Johnson will get an opportunity to show what everyone has seen from him in the FCS over the last few years in the 2021 Senior Bowl later this month. The 2019 AP first-team All-American is used on fly sweeps, speed shovels, speed outs, box fades (No.2 slot), slants and even one-step screens from the No. 3 position in bunch formations (back in 2018).
He demonstrates savvy working against off-man coverage in the slot or on the outside. His biggest impact may come in the return game, where he has very good peripheral vision and balance. We had the opportunity to watch him perform in the 2018 FCS playoffs versus Kennesaw State and his hand-eye coordination impressed in that contest.
Other Notes: Attended Bellevue West HS (Neb.) and earned all-state honors after catching 16 TDs and recording 4 INTs • Was a member of a state championship team in basketball • 2017 (1,166 all-purpose yards): 23 receptions for 318 yards (13.8 YPR) and 3 TDs; 28 yds/KR and 2 TDs • 2017: 32 tackles, TFL, 5 PBUs • 2018 (AP All-American): 67 receptions for 1,332 yards and 17 TDs; 27.2 yds/KR • 2019 (AP 1st Team All-American): 72 receptions for 1,222 yards (17 YPR) and 8 TDs; 8 carries for 149 yards; 21.7 yds/KR • Career Stats: 40 games, 162 receptions for 2,872 yards (17.7 YPR) and 28 TDs; 12 carries for 182 yards (15.2 YPC); 26.7 yds/KR and 2 TDs
The 2019 NFL Draft has long been lauded for a deep class of interior and exterior defensive linemen. One position -although devoid of Top 10 talent- that has unique depth is the cornerback spot. We take a look at three players from that position group.
Justin Layne 6’2 185 Michigan State
Layne has a smooth style accompanied by defensive end-like arm length (33″). The former college wide receiver posted 30 touchdowns as a prep level star at Benedictine High School (Ohio). For a taller corner, he flips his hips relatively well in man-to-man coverage. We were surprised at his ability to react off of the wide receiver’s block of the safety in crack-and-replace situations to tackle.
The former Spartan needs to monitor allowing his motor-press technique turning into a backpedal at the line of scrimmage. This has allowed easy access on quick slants. On the plus side, however, this same technique keeps him in the hip pocket of receivers. In these instances, he is adept at playing through the hands of wideouts with his back turned to the quarterback in man-to-man coverage (PBU, 4th QTR/5:07, Utah State; PBU, 4th QTR/5:07, Penn State vs. Johnson).
NFL teams hold Layne in relatively high regard and we expect him to possibly come off the board at least by the end of Day 2 next weekend.
Corey Ballentine 5’11 196 Washburn
Ballentine averaged nearly 31 yards per kickoff return as a junior at the Division II level. In 46 career games, he forced four fumbles and displayed a knack for blocking kicks (three in 2018). The first-team All-MIAA performer uses adequate technique in press-man coverage and has shown the ability to close on crossing routes that break away from him. Despite recording just five interceptions in school, he has a natural feel and comfort finding the football due to his footwork, hip flexibility and confident disposition.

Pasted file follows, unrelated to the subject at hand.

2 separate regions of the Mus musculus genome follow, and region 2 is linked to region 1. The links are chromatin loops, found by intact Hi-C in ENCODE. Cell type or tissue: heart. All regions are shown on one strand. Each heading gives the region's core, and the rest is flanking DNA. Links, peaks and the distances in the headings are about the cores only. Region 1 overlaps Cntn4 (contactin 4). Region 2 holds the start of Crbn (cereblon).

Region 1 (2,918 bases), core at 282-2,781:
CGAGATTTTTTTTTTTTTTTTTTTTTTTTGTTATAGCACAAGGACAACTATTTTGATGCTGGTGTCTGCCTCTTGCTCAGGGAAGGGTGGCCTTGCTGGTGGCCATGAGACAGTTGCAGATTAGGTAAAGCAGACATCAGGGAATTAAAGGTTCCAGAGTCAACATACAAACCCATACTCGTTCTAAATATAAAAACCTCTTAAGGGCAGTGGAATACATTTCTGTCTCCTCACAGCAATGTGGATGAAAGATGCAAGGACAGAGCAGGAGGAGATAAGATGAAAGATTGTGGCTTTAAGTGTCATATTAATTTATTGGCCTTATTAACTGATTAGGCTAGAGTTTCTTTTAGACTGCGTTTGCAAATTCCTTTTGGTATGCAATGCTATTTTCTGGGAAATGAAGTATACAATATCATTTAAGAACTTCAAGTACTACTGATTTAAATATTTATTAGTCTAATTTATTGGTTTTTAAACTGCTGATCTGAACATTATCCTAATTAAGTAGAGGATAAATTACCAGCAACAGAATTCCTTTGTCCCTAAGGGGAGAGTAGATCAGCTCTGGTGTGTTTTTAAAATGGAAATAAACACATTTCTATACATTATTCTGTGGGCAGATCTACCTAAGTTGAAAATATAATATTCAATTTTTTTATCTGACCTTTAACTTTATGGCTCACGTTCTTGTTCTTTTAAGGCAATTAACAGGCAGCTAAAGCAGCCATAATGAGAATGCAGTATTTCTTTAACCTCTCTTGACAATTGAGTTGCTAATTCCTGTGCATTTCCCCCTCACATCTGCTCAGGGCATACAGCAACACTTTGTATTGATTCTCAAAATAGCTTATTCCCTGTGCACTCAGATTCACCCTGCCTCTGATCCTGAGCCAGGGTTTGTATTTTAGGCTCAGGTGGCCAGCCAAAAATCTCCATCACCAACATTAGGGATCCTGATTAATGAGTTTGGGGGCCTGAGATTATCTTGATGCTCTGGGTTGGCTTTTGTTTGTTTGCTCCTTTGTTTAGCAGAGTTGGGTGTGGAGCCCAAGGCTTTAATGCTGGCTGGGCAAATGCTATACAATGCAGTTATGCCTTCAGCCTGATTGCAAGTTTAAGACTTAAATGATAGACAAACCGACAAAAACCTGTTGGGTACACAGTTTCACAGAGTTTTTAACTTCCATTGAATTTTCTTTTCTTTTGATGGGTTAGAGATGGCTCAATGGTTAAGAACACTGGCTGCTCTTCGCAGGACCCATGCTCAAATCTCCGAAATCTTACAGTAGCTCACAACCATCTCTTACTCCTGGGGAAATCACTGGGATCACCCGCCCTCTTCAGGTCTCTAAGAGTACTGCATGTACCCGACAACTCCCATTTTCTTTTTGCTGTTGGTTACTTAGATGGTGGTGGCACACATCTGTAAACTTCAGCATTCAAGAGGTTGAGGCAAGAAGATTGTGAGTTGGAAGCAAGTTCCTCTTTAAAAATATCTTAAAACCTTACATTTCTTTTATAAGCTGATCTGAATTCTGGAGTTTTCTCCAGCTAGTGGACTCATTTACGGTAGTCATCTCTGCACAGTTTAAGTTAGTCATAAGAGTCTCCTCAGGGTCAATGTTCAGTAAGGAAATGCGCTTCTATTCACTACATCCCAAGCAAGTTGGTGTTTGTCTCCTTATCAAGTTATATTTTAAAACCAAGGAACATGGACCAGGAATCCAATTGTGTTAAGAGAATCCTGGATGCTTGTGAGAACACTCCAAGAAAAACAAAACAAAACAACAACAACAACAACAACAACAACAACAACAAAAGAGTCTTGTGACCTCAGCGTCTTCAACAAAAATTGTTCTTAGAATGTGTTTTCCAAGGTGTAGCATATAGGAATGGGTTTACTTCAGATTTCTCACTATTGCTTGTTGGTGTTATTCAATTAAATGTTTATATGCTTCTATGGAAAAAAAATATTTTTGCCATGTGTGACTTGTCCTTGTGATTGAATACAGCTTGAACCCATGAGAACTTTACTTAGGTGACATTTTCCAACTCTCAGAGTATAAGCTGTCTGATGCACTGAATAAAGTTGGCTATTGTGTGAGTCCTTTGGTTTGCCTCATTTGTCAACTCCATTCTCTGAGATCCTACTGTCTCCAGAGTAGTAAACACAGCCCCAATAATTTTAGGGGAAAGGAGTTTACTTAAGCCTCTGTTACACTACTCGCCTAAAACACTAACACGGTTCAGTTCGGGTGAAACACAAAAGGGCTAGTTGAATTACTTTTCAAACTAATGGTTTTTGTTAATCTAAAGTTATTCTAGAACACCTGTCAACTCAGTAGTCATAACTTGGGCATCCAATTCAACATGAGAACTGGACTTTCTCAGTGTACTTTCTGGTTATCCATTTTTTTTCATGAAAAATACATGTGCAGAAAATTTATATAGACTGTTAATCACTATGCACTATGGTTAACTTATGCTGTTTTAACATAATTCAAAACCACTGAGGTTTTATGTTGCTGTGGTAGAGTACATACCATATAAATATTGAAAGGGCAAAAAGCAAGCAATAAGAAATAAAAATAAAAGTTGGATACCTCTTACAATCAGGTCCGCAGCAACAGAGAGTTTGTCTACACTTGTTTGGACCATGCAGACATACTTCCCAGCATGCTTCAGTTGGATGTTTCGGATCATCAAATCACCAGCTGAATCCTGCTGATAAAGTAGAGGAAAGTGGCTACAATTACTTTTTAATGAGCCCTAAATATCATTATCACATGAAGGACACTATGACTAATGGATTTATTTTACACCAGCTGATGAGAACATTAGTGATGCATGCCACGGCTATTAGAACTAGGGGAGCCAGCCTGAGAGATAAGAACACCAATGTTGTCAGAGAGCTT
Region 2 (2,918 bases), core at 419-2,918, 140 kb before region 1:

For him to transition from the D2 level to the pros, the 2018 Cliff Harris Award winner will have to concentrate on playing a little bit lower in his stance. This would eliminate him from reacting too dramatically to hard jab steps, which he has a tendency to do on occasion. Teams that have Ballentine in mind will be comforted by the fact that he was a part of the team’s kickoff and punt return units, while also returning the kickoffs referenced earlier. The former Washburn track & field sprinter posted a 21.2-second time in the 200-meters while in school.
Jordan Brown 6’0 201 South Dakota State
We were fortunate to see Brown play in person during the team’s playoff contest against Kennesaw State in December 2018 and we were impressed with his down-to-down awareness. The Jackrabbits team captain is another former wide receiver with the skills to play off-man or bump-and-run.
The Kennesaw State contest required him to play disciplined football because of the Owls’ diverse triple-option attack. His fourth quarter plant-and-drive on a quick three-step hitch created a tip that was intercepted by a teammate. The turnover sealed the game for the team. He believed his indicators and drove on the football with force. We were not as impressed with his inability to protect his thigh boards in this game, but he has exhibited solid tackling technique on film. Maintaining eye control will be key for Brown in his next level ascension (see Southern Illinois ’18).